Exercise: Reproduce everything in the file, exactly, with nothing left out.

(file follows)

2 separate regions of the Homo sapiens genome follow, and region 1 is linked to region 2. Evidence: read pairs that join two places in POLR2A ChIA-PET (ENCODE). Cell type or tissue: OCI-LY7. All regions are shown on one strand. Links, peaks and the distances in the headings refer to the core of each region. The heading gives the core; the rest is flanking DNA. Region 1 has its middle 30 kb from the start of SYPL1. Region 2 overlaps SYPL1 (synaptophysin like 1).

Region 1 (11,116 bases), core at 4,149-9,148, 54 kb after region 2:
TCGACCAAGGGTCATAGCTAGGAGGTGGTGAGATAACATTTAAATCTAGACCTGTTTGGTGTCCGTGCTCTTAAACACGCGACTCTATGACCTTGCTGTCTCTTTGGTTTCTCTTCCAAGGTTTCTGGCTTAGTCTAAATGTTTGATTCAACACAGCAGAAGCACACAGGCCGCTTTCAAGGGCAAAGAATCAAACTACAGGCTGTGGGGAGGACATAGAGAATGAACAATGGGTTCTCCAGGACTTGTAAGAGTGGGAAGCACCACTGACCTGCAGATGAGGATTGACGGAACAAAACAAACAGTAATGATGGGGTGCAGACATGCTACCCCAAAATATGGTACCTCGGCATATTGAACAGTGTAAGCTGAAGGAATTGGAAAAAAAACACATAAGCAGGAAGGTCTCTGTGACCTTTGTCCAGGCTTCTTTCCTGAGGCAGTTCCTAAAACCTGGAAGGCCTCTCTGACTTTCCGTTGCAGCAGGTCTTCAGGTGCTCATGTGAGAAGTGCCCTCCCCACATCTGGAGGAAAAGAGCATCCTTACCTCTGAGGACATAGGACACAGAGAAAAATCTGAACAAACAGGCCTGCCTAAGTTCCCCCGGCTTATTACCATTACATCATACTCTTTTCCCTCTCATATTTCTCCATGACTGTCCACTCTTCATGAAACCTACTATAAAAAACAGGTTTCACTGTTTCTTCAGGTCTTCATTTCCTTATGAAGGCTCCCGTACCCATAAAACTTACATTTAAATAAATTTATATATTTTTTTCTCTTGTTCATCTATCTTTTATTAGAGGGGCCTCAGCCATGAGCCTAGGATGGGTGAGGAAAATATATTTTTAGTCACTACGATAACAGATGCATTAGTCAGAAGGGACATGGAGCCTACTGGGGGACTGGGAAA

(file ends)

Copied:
2 separate regions of the Homo sapiens genome follow, and region 1 is linked to region 2. Evidence: read pairs that join two places in POLR2A ChIA-PET (ENCODE). Cell type or tissue: OCI-LY7. All regions are shown on one strand. Links, peaks and the distances in the headings refer to the core of each region. The heading gives the core; the rest is flanking DNA. Region 1 has its middle 30 kb from the start of SYPL1. Region 2 overlaps SYPL1 (synaptophysin like 1).

Region 1 (11,116 bases), core at 4,149-9,148, 54 kb after region 2:
TCGACCAAGGGTCATAGCTAGGAGGTGGTGAGATAACATTTAAATCTAGACCTGTTTGGTGTCCGTGCTCTTAAACACGCGACTCTATGACCTTGCTGTCTCTTTGGTTTCTCTTCCAAGGTTTCTGGCTTAGTCTAAATGTTTGATTCAACACAGCAGAAGCACACAGGCCGCTTTCAAGGGCAAAGAATCAAACTACAGGCTGTGGGGAGGACATAGAGAATGAACAATGGGTTCTCCAGGACTTGTAAGAGTGGGAAGCACCACTGACCTGCAGATGAGGATTGACGGAACAAAACAAACAGTAATGATGGGGTGCAGACATGCTACCCCAAAATATGGTACCTCGGCATATTGAACAGTGTAAGCTGAAGGAATTGGAAAAAAAACACATAAGCAGGAAGGTCTCTGTGACCTTTGTCCAGGCTTCTTTCCTGAGGCAGTTCCTAAAACCTGGAAGGCCTCTCTGACTTTCCGTTGCAGCAGGTCTTCAGGTGCTCATGTGAGAAGTGCCCTCCCCACATCTGGAGGAAAAGAGCATCCTTACCTCTGAGGACATAGGACACAGAGAAAAATCTGAACAAACAGGCCTGCCTAAGTTCCCCCGGCTTATTACCATTACATCATACTCTTTTCCCTCTCATATTTCTCCATGACTGTCCACTCTTCATGAAACCTACTATAAAAAACAGGTTTCACTGTTTCTTCAGGTCTTCATTTCCTTATGAAGGCTCCCGTACCCATAAAACTTACATTTAAATAAATTTATATATTTTTTTCTCTTGTTCATCTATCTTTTATTAGAGGGGCCTCAGCCATGAGCCTAGGATGGGTGAGGAAAATATATTTTTAGTCACTACGATAACAGATGCATTAGTCAGAAGGGACATGGAGCCTACTGGGGGACTGGGAAA